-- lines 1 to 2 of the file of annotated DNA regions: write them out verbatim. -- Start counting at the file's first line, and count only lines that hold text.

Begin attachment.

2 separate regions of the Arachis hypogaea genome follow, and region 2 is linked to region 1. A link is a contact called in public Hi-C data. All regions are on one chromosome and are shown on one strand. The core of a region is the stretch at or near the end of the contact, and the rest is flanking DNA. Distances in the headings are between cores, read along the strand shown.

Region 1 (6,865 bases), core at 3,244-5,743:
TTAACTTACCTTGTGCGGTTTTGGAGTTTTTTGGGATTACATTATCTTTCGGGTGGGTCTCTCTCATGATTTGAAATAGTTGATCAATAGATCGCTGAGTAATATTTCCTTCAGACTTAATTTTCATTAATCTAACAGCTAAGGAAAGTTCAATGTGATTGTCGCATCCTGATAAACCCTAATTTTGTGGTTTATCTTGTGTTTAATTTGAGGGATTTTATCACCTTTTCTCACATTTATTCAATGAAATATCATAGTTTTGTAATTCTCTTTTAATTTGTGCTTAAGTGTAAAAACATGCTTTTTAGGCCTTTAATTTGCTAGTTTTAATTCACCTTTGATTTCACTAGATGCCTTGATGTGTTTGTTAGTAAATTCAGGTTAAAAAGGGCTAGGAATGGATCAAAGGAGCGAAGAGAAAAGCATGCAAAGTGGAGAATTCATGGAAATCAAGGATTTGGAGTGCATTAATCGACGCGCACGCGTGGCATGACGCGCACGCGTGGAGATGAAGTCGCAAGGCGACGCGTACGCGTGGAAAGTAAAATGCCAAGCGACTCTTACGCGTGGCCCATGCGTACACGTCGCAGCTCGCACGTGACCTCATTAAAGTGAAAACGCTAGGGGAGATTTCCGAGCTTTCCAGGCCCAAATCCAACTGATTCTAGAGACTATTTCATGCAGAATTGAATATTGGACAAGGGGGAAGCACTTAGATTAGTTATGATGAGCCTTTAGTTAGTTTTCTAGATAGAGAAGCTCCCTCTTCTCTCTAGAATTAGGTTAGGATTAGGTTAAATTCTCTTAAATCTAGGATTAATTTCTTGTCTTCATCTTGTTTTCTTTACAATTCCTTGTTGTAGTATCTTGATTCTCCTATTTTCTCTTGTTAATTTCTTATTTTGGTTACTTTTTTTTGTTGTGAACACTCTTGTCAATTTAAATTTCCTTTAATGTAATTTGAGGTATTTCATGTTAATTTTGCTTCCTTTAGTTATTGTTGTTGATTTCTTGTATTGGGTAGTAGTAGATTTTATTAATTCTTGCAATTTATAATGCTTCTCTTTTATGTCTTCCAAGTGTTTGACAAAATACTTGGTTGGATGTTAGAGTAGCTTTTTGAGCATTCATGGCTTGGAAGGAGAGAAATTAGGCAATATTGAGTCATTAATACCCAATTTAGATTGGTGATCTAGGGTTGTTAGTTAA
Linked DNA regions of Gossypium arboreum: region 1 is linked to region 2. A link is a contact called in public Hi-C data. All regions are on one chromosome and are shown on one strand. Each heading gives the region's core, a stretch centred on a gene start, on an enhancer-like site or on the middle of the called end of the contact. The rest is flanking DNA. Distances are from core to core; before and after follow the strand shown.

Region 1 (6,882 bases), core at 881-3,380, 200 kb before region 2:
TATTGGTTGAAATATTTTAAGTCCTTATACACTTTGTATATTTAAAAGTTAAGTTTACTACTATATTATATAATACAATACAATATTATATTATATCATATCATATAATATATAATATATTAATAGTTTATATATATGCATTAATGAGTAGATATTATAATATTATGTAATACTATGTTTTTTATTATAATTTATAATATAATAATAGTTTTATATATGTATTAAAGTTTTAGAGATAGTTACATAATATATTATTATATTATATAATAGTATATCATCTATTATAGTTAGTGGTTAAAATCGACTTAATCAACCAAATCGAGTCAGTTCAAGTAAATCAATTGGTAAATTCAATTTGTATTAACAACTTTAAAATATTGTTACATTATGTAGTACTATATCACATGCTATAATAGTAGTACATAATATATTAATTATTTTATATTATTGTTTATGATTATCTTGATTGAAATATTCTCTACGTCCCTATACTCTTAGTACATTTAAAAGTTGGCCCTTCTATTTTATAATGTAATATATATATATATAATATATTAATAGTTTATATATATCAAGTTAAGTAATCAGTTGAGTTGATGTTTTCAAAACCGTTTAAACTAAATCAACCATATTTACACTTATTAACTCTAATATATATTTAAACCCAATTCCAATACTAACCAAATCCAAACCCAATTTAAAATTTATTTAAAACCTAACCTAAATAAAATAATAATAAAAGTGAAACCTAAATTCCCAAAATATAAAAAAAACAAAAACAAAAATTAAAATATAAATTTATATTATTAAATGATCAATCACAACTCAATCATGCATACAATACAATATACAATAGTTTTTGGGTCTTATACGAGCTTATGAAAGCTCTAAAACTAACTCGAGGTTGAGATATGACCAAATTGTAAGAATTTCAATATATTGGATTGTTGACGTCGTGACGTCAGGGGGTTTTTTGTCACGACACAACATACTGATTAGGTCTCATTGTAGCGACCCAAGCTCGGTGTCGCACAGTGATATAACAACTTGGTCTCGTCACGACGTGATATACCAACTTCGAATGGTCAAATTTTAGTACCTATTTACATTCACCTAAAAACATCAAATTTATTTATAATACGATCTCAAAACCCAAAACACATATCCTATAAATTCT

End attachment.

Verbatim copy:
2 separate regions of the Arachis hypogaea genome follow, and region 2 is linked to region 1. A link is a contact called in public Hi-C data. All regions are on one chromosome and are shown on one strand. The core of a region is the stretch at or near the end of the contact, and the rest is flanking DNA. Distances in the headings are between cores, read along the strand shown.

Region 1 (6,865 bases), core at 3,244-5,743: